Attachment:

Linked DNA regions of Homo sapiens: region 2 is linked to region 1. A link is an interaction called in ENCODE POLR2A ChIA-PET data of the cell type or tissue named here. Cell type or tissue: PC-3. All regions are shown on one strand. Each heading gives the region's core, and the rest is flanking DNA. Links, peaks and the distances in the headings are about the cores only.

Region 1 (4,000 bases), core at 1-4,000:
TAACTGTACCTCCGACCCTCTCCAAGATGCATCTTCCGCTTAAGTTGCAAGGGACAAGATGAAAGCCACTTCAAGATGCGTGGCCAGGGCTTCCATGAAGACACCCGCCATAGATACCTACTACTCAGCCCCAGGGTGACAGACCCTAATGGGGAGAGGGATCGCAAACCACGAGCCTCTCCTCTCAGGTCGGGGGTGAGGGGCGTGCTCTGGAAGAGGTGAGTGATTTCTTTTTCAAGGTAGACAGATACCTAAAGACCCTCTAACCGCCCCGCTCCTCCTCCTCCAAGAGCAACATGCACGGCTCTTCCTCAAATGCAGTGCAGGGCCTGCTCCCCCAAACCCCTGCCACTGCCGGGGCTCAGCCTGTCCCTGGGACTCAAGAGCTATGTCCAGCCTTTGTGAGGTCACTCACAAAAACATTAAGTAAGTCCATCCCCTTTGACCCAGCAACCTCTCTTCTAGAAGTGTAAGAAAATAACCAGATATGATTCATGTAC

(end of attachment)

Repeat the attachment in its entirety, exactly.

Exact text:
Linked DNA regions of Homo sapiens: region 2 is linked to region 1. A link is an interaction called in ENCODE POLR2A ChIA-PET data of the cell type or tissue named here. Cell type or tissue: PC-3. All regions are shown on one strand. Each heading gives the region's core, and the rest is flanking DNA. Links, peaks and the distances in the headings are about the cores only.

Region 1 (4,000 bases), core at 1-4,000:
TAACTGTACCTCCGACCCTCTCCAAGATGCATCTTCCGCTTAAGTTGCAAGGGACAAGATGAAAGCCACTTCAAGATGCGTGGCCAGGGCTTCCATGAAGACACCCGCCATAGATACCTACTACTCAGCCCCAGGGTGACAGACCCTAATGGGGAGAGGGATCGCAAACCACGAGCCTCTCCTCTCAGGTCGGGGGTGAGGGGCGTGCTCTGGAAGAGGTGAGTGATTTCTTTTTCAAGGTAGACAGATACCTAAAGACCCTCTAACCGCCCCGCTCCTCCTCCTCCAAGAGCAACATGCACGGCTCTTCCTCAAATGCAGTGCAGGGCCTGCTCCCCCAAACCCCTGCCACTGCCGGGGCTCAGCCTGTCCCTGGGACTCAAGAGCTATGTCCAGCCTTTGTGAGGTCACTCACAAAAACATTAAGTAAGTCCATCCCCTTTGACCCAGCAACCTCTCTTCTAGAAGTGTAAGAAAATAACCAGATATGATTCATGTAC